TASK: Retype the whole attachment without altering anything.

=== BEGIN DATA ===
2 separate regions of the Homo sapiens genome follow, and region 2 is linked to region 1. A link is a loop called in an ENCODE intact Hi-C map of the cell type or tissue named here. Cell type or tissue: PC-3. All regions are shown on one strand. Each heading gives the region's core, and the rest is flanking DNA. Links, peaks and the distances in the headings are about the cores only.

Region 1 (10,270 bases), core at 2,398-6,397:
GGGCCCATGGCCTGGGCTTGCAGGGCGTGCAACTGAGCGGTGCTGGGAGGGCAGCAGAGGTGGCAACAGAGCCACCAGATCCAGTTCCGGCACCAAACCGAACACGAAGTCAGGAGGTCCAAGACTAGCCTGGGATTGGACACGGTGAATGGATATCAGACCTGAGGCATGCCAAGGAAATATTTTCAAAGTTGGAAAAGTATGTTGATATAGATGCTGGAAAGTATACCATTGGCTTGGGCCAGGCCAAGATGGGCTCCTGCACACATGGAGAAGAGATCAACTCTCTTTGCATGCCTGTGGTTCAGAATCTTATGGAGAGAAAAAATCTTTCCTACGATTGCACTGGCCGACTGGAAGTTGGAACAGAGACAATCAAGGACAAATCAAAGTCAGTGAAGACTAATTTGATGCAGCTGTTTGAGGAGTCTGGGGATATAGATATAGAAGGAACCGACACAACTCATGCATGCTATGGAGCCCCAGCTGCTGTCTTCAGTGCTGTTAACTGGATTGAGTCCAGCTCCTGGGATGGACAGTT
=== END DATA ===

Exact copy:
2 separate regions of the Homo sapiens genome follow, and region 2 is linked to region 1. A link is a loop called in an ENCODE intact Hi-C map of the cell type or tissue named here. Cell type or tissue: PC-3. All regions are shown on one strand. Each heading gives the region's core, and the rest is flanking DNA. Links, peaks and the distances in the headings are about the cores only.

Region 1 (10,270 bases), core at 2,398-6,397:
GGGCCCATGGCCTGGGCTTGCAGGGCGTGCAACTGAGCGGTGCTGGGAGGGCAGCAGAGGTGGCAACAGAGCCACCAGATCCAGTTCCGGCACCAAACCGAACACGAAGTCAGGAGGTCCAAGACTAGCCTGGGATTGGACACGGTGAATGGATATCAGACCTGAGGCATGCCAAGGAAATATTTTCAAAGTTGGAAAAGTATGTTGATATAGATGCTGGAAAGTATACCATTGGCTTGGGCCAGGCCAAGATGGGCTCCTGCACACATGGAGAAGAGATCAACTCTCTTTGCATGCCTGTGGTTCAGAATCTTATGGAGAGAAAAAATCTTTCCTACGATTGCACTGGCCGACTGGAAGTTGGAACAGAGACAATCAAGGACAAATCAAAGTCAGTGAAGACTAATTTGATGCAGCTGTTTGAGGAGTCTGGGGATATAGATATAGAAGGAACCGACACAACTCATGCATGCTATGGAGCCCCAGCTGCTGTCTTCAGTGCTGTTAACTGGATTGAGTCCAGCTCCTGGGATGGACAGTT